Building Communities Society

January 12, 2011
Mayor Gregor Robertson
Vancouver City Councillors
City of Vancouver
453 West 12th Avenue
Vancouver, BC V5Y 1V4

Dear Mayor Robertson and Councillors:

Re January 20, 2011 Council Meeting on the Historic Area Height Review Update.

It appears that the search for higher buildings in the historic area  has been motivated primarily to locate sites where increases in floor space could be achieved on redevelopment, thereby increasing the value of those sites. The Council that initiated the study had anticipated that the uplift in value would be shared between the developer and the City, providing resources for the City to achieve some public amenities, including low income housing, while at the same time seeing new development and improvement to the DTES.

Initially, it appeared that the city thought there could be many potential high-rise sites where significantly higher densities could be achieved. However, after much staff and many consultant studies, and subsequent community consultation, council determined not to pursue additional high-rise towers and to limit the additional heights up to 120 ft. and a few sites that would be restricted to a maximum height of approximately 150 ft.

The staff report now before council recommends some increases in height and identifies seven specific sites which may go 150 ft. but does not describe what additional amounts or types of floor space would be achieved beyond what is permitted in existing zoning, nor does it describe what amount of anticipated public benefit will be achieved by the additional height (or density).
 
We believe that this long debate about higher buildings, (and especially the unmentioned higher densities), is incomplete without an analysis of the impacts of such densities and the associated population shifts on the overall social, economic and environmental circumstances of the Downtown Eastside. It is well known that this is a uniquely sensitive area of the city. Shifts in its populations brought on by inadequately considered rezoning could be extremely harmful to the affected communities.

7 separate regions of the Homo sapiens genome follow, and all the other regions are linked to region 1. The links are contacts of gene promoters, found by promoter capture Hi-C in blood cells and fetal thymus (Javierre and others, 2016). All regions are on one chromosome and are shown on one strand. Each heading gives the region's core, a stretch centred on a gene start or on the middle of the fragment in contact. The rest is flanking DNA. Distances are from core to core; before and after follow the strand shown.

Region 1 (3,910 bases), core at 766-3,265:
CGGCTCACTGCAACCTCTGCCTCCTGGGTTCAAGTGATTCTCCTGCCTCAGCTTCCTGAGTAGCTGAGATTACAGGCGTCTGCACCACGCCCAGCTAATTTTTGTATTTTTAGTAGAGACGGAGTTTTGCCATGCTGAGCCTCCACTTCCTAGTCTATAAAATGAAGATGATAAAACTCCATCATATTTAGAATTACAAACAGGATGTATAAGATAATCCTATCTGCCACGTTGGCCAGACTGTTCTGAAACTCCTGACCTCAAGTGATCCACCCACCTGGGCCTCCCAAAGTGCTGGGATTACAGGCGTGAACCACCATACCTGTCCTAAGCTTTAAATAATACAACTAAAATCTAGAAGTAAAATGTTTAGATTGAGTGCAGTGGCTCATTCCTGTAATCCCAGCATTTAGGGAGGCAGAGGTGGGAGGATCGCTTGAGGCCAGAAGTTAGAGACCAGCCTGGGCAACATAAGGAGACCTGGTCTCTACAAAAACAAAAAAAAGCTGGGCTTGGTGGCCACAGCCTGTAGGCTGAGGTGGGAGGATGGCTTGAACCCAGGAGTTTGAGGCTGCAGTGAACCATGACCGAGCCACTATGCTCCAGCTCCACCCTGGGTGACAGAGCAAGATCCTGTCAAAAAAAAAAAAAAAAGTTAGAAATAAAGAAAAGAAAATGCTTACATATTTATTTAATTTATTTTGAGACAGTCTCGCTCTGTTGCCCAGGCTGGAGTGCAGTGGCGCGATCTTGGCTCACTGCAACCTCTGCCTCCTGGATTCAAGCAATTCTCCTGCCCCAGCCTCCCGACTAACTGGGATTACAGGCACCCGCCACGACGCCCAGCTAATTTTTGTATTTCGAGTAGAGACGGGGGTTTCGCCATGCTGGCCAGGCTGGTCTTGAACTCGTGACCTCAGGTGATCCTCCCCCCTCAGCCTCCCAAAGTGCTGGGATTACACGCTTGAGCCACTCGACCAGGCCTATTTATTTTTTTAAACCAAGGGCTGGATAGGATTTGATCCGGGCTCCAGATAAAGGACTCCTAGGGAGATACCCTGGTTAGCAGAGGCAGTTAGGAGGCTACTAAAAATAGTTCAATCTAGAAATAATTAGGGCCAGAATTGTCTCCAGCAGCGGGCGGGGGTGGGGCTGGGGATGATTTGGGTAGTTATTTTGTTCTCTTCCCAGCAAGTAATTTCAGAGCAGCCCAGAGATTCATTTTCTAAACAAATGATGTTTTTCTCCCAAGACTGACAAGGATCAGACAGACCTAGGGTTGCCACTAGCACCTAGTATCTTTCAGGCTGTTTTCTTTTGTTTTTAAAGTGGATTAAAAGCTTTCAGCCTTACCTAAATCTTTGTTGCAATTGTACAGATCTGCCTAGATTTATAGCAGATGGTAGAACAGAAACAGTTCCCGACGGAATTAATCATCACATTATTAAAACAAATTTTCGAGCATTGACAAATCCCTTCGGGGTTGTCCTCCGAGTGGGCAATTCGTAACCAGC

Unforeseen displacements, deficiencies in services and amenities, and disruption of community assets may well result.

We question why there is priority for this “height-only” study when there is a serious lack of overall social, economic and environmental planning for the DTES? The Strathcona Revitalization Committee and the Carnegie Community Action Project have drawn up their own plans and Council has yet to respond to them.

In a similar vein, the City has launched a participatory engagement process with the low Income community to create a locally-based Social Impact Assessment framework to “assess the effect on the existing low-income community of new developments in the historic area and where opportunities for enhanced affordability and live-ability may be
achieved.” There is no explanation as to how this initiative and the Height Study relate or how both mesh with the future of the DTES.

CONCLUSIONS

Because of the major social, economic and environmental issues at stake here, the BCS recommends that no rezoning should be entertained until a local area planning committee has been established and has begun the process of analysis that establishes the priorities of planning and development opportunities for the well being of the
Downtown Eastside community as a whole.
 
Sincerely,
Mike Harcourt
Chair
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